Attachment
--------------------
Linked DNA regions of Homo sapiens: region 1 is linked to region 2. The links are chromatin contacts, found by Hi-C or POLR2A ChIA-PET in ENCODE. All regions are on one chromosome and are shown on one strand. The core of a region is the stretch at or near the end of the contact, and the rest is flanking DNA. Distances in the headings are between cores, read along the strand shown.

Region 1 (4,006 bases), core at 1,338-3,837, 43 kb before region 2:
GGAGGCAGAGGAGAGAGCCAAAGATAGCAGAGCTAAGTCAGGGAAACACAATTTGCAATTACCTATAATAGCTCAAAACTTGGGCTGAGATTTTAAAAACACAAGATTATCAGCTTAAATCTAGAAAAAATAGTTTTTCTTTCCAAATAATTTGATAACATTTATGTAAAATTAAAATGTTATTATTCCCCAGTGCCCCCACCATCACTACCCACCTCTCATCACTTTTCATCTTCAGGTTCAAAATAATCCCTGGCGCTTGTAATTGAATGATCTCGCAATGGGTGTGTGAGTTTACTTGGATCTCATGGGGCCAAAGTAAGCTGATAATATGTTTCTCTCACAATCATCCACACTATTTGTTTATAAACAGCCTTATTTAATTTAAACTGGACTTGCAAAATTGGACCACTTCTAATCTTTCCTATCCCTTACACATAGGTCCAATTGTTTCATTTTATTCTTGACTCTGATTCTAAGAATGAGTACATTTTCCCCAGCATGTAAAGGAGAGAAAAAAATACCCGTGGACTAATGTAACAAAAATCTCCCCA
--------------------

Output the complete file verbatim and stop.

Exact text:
Linked DNA regions of Homo sapiens: region 1 is linked to region 2. The links are chromatin contacts, found by Hi-C or POLR2A ChIA-PET in ENCODE. All regions are on one chromosome and are shown on one strand. The core of a region is the stretch at or near the end of the contact, and the rest is flanking DNA. Distances in the headings are between cores, read along the strand shown.

Region 1 (4,006 bases), core at 1,338-3,837, 43 kb before region 2:
GGAGGCAGAGGAGAGAGCCAAAGATAGCAGAGCTAAGTCAGGGAAACACAATTTGCAATTACCTATAATAGCTCAAAACTTGGGCTGAGATTTTAAAAACACAAGATTATCAGCTTAAATCTAGAAAAAATAGTTTTTCTTTCCAAATAATTTGATAACATTTATGTAAAATTAAAATGTTATTATTCCCCAGTGCCCCCACCATCACTACCCACCTCTCATCACTTTTCATCTTCAGGTTCAAAATAATCCCTGGCGCTTGTAATTGAATGATCTCGCAATGGGTGTGTGAGTTTACTTGGATCTCATGGGGCCAAAGTAAGCTGATAATATGTTTCTCTCACAATCATCCACACTATTTGTTTATAAACAGCCTTATTTAATTTAAACTGGACTTGCAAAATTGGACCACTTCTAATCTTTCCTATCCCTTACACATAGGTCCAATTGTTTCATTTTATTCTTGACTCTGATTCTAAGAATGAGTACATTTTCCCCAGCATGTAAAGGAGAGAAAAAAATACCCGTGGACTAATGTAACAAAAATCTCCCCA